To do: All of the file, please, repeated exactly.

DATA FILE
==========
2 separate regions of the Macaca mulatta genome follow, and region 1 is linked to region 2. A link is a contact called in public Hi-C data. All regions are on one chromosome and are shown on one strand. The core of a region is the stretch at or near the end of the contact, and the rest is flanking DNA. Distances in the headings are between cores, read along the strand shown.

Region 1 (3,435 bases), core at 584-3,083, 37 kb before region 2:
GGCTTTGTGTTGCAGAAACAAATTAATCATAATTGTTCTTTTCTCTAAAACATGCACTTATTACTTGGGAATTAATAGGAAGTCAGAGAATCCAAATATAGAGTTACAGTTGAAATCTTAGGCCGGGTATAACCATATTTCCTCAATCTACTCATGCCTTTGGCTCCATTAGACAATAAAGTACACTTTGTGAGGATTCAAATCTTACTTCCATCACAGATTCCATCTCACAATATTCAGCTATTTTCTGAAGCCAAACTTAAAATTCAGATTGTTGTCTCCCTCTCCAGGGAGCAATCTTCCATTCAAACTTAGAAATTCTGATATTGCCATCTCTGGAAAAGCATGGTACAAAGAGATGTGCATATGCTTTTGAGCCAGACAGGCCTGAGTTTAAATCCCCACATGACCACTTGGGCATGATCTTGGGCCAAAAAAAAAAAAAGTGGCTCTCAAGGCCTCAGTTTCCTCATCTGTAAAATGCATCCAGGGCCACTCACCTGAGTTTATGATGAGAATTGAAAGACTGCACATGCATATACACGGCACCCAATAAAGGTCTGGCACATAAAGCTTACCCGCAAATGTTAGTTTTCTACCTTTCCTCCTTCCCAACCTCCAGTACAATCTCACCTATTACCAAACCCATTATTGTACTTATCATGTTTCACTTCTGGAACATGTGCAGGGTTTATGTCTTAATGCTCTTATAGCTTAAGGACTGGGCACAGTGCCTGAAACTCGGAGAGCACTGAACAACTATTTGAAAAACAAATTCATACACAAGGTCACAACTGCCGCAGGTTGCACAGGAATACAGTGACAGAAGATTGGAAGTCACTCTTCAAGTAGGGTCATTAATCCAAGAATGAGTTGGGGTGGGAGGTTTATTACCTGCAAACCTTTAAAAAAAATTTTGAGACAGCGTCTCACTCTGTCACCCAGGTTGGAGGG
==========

2 separate regions of the Macaca mulatta genome follow, and region 1 is linked to region 2. A link is a contact called in public Hi-C data. All regions are on one chromosome and are shown on one strand. The core of a region is the stretch at or near the end of the contact, and the rest is flanking DNA. Distances in the headings are between cores, read along the strand shown.

Region 1 (3,435 bases), core at 584-3,083, 37 kb before region 2:
GGCTTTGTGTTGCAGAAACAAATTAATCATAATTGTTCTTTTCTCTAAAACATGCACTTATTACTTGGGAATTAATAGGAAGTCAGAGAATCCAAATATAGAGTTACAGTTGAAATCTTAGGCCGGGTATAACCATATTTCCTCAATCTACTCATGCCTTTGGCTCCATTAGACAATAAAGTACACTTTGTGAGGATTCAAATCTTACTTCCATCACAGATTCCATCTCACAATATTCAGCTATTTTCTGAAGCCAAACTTAAAATTCAGATTGTTGTCTCCCTCTCCAGGGAGCAATCTTCCATTCAAACTTAGAAATTCTGATATTGCCATCTCTGGAAAAGCATGGTACAAAGAGATGTGCATATGCTTTTGAGCCAGACAGGCCTGAGTTTAAATCCCCACATGACCACTTGGGCATGATCTTGGGCCAAAAAAAAAAAAAGTGGCTCTCAAGGCCTCAGTTTCCTCATCTGTAAAATGCATCCAGGGCCACTCACCTGAGTTTATGATGAGAATTGAAAGACTGCACATGCATATACACGGCACCCAATAAAGGTCTGGCACATAAAGCTTACCCGCAAATGTTAGTTTTCTACCTTTCCTCCTTCCCAACCTCCAGTACAATCTCACCTATTACCAAACCCATTATTGTACTTATCATGTTTCACTTCTGGAACATGTGCAGGGTTTATGTCTTAATGCTCTTATAGCTTAAGGACTGGGCACAGTGCCTGAAACTCGGAGAGCACTGAACAACTATTTGAAAAACAAATTCATACACAAGGTCACAACTGCCGCAGGTTGCACAGGAATACAGTGACAGAAGATTGGAAGTCACTCTTCAAGTAGGGTCATTAATCCAAGAATGAGTTGGGGTGGGAGGTTTATTACCTGCAAACCTTTAAAAAAAATTTTGAGACAGCGTCTCACTCTGTCACCCAGGTTGGAGGG